'Blithe Spirit' review or 'Jessica Fletcher is Back!'

'Blithe Spirit', Noël Coward
Gielgud Theatre, 20th March 2014
Written for Blouin Artinfo

Angela Lansbury hasn’t performed in London in nearly forty years and, boy, have we missed her. Her entrance alone is met with grateful applause. But this isn’t just nostalgia at work. Lansbury might be 88 years old but she is a force of nature on stage. In fact, she’s the most spirited performer of the night in Coward’s ghostly comedy, Blithe Spirit.
Lansbury plays spirit medium Madame Arcati who is called in by preening writer Charles (Charles Edwards) to help research his next book. The costumes (designed by Simon Higlett and Martin Pakledinaz) are superb and Lansbury looks like an exquisite magic carpet with her patterned velvet dress and glittering accessories. She is a blast of colour against an otherwise pristine and predictable backdrop.   
Lansbury is miked up, which takes a little getting used to – but ultimately adds a fittingly spooky tone to her delivery. Microphone aside, this is a performance of great verve and detail. Madame Arcati’s spiritual trances, as she attempts to connect with the 'other side', are a sight to behold. Lansbury juts and jolts about the stage, her legs flicking about and her arms waving jauntily above her head. She looks like a batty teenager at a rave, where the music is being repeatedly switched on and off.
We’re treated to bursts of song, as Madame Arcati absentmindedly warbles some of her speech. But there is also dignity and resolve nestling beneath all of this comic bustle. Lansbury has a deadly cold stare, which she uses to brilliant effect. When one of Charles’ guests bleats out, ‘I’m terribly excited!’, Lansbury fixes her with a fierce look and dead pans: ‘Please don’t be.’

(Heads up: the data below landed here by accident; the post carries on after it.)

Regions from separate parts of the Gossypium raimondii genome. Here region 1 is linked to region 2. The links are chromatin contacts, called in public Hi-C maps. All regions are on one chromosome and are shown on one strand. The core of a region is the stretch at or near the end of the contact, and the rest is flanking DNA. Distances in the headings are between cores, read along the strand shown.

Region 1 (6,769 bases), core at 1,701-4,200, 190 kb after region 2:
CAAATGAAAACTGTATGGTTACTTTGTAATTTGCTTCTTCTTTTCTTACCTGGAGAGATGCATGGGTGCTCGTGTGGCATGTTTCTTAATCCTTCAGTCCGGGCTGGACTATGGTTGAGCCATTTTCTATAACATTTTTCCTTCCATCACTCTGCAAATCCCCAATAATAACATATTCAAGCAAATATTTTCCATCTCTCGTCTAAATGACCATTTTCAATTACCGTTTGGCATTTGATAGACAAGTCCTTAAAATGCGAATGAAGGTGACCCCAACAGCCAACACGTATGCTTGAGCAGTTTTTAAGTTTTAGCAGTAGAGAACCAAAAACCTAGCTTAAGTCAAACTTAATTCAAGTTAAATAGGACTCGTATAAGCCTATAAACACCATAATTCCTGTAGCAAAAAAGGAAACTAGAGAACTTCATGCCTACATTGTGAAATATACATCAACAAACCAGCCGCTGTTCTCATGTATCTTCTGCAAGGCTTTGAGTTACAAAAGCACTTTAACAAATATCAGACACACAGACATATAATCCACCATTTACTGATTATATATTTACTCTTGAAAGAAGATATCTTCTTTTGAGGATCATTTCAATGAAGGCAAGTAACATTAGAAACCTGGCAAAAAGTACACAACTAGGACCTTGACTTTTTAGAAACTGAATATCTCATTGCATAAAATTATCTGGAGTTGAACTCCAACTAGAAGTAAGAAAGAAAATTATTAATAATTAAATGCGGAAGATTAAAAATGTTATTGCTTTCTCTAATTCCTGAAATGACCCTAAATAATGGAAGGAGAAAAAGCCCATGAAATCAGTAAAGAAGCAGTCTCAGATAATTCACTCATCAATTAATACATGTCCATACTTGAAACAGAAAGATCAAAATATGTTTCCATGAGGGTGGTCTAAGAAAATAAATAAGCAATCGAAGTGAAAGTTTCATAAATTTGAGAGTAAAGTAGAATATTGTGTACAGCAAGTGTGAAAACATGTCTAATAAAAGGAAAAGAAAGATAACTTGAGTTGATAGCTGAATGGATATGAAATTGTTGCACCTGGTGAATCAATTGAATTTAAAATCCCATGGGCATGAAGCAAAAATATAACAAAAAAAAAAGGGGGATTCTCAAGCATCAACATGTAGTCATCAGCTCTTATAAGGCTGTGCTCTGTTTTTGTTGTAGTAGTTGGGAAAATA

The trouble with having Lansbury on stage is that everyone else seems rather boring in comparison. Edwards is perfectly convincing as ‘wounded spaniel’ Charles but he’s one note compared to the trilling Lansbury. Janie Dee is excellent as Charles’ no nonsense wife Ruth and Jemima Rooper, tasked with playing a ghost, still manages to perform with zest and passion. But they’re all a little colourless (especially when decked in their spooky white gowns) next to the rainbow coloured Lansbury.
Michael Blakemore’s production feels a little slow and the pace drops significantly in the second half. Blithe Spirit might’ve packed more of a punch during its 1941 debut – a time when the audience was dying to laugh at death – but today it comes across as a comic exercise and the joke begins to wear thin. Even the denouement, which involves a lot of crashes and flashes, feels tentative.
The whole production could do with a little more zip and zing. But this is really the Angela Lansbury Show and I will never forget her sandwich loving, finger clicking, leg jolting performance. En-trance-ing!


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